Here’s a little personal information: I’m an effing nerd…like most writers here at Did You Know. When I got this assignment, I may or may not have giggled with excitement like a school girl. I’ve been dreaming of “the future” since I was a second grader in 1992, when my teacher told our class, “By the year 2000, we’ll have flying cars.” (Thankfully that never panned out. Many people still can’t figure out how to use the left lane on the freeway. Imagine if they were given free reign of Earth’s sky).
Star Trek premiered 50 years ago, and the “future” is now. And many of the cool things we saw in the seminal TV series are now possible. (Spoiler alert: Still no Enterprise). GAH! I’m geeking out. Curious as to what they are? Read on to find out.
1.) Photon Torpedoes
Students at the University of Leicester proved that photon torpedoes are almost possible. In the show, the torpedoes stored antimatter to travel and explode, but in reality, they would need to create a particle cascade to make a space boom.
Using the show’s fictional yield, based on 3 kilograms (6.6 pounds) of matter and antimatter, the students estimated that it is possible to create an electromagnetic cascade with an identical energy release. To fit inside the 2.1-meter-long (6.9-foot-long) torpedo, this chain reaction would need a heavy transition metal (such as iron, lead, or uranium) as the dense material target.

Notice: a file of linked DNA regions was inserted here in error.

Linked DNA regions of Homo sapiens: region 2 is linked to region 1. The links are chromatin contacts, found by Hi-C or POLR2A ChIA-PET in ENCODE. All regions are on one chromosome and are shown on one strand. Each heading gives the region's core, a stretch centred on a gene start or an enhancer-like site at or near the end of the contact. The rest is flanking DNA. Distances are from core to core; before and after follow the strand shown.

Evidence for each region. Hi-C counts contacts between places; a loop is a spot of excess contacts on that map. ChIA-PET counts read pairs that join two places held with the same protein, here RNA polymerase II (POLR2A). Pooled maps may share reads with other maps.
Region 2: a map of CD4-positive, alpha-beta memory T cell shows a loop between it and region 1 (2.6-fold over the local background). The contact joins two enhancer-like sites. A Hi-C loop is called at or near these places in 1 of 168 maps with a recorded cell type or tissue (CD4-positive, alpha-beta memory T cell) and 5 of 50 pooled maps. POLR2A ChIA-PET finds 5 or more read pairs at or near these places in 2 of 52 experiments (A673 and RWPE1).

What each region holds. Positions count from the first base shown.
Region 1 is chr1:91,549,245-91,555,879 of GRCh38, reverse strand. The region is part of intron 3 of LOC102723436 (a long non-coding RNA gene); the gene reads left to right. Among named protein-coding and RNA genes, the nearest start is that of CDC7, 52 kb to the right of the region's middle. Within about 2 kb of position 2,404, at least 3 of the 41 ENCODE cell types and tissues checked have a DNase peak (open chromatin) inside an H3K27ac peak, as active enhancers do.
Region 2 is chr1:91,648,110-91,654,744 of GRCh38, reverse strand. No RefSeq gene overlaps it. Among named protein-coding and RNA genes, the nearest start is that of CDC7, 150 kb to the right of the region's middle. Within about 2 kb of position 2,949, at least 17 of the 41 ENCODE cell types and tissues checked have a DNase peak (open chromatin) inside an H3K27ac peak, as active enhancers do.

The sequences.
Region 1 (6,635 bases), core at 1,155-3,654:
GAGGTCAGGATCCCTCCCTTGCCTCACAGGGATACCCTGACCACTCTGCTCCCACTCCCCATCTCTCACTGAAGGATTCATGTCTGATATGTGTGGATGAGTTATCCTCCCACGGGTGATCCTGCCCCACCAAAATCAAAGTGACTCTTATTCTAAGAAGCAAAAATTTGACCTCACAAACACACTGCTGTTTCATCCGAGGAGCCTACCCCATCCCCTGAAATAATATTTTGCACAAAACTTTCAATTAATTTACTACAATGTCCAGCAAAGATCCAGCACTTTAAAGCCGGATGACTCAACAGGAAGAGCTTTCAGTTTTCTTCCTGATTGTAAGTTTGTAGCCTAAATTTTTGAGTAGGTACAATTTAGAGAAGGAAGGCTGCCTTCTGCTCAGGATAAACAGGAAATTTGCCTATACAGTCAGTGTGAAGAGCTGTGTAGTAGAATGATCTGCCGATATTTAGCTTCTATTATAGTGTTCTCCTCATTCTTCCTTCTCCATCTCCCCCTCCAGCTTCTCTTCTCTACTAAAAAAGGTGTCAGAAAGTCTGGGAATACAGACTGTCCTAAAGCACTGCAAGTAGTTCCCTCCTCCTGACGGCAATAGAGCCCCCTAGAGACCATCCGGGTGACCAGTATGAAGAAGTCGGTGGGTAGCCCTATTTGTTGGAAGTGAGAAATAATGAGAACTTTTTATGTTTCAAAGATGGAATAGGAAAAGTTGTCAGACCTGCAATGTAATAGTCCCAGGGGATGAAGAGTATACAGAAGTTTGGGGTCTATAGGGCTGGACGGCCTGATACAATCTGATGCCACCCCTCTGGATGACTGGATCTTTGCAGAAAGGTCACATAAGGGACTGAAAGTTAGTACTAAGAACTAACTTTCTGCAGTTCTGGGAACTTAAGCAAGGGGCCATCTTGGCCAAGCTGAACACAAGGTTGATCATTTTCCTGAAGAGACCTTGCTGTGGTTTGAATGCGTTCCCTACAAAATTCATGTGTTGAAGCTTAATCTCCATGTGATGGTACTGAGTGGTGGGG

The journal of Physics Special Topics published the article, and, weird science aside, the researchers spotted a not-to-be unnoticed quirk in their model. The ignition of the photon torpedo requires very high-energy gamma-rays or lasers that are beyond current technology but might be readily available in 2233, when Star Fleet first used photon torpedoes.
2.) Hypospray, AKA Needle-less Injection
Yup. People who fear needles are in luck. Star Trek folks were lucky enough to have hypospray, a needle-less syringe that used compressed air to inject vaccinations and drugs instead of puncturing the skin. Ridiculously smart people at MIT made science fiction into science reality, using an electromagnetic mechanism to apply enough pressure for the drug to pierce the skin and get the medicine all up in there. Those MIT researchers founded a company called Portal Instruments, and they’re putting their genius to work and trying to make the cool toys commercially available.
3.) The Replicator
Star Trek depicted a universe in which people could talk to a computer and they’d instantly have four fried chickens and a Coke.
The technology isn’t out there to create a hot meal from an atomic level, according to Jamie Gallagher of the University of Glasgow. “The good news,” he said, “is that we’re getting pretty good with 3D printers and synthetic food. We’ve already had the first lab-grown burger and you can 3D print chocolate at home, which is our first step towards a replicator. Feed in the correct ingredients and watch your meal or object appear before your eyes (slowly).”
Maybe we’ll have that kind of technology by 2233, the series’ setting.
These technologies are pretty great. I mean, we can make chocolate with a 3D printer and get injections without a needle stick. The thought of a photon torpedo reality sounds absolutely terrifying, but, you know, they could eventually be a thing. Star Trek was pretty rad.
h/t: IFL Science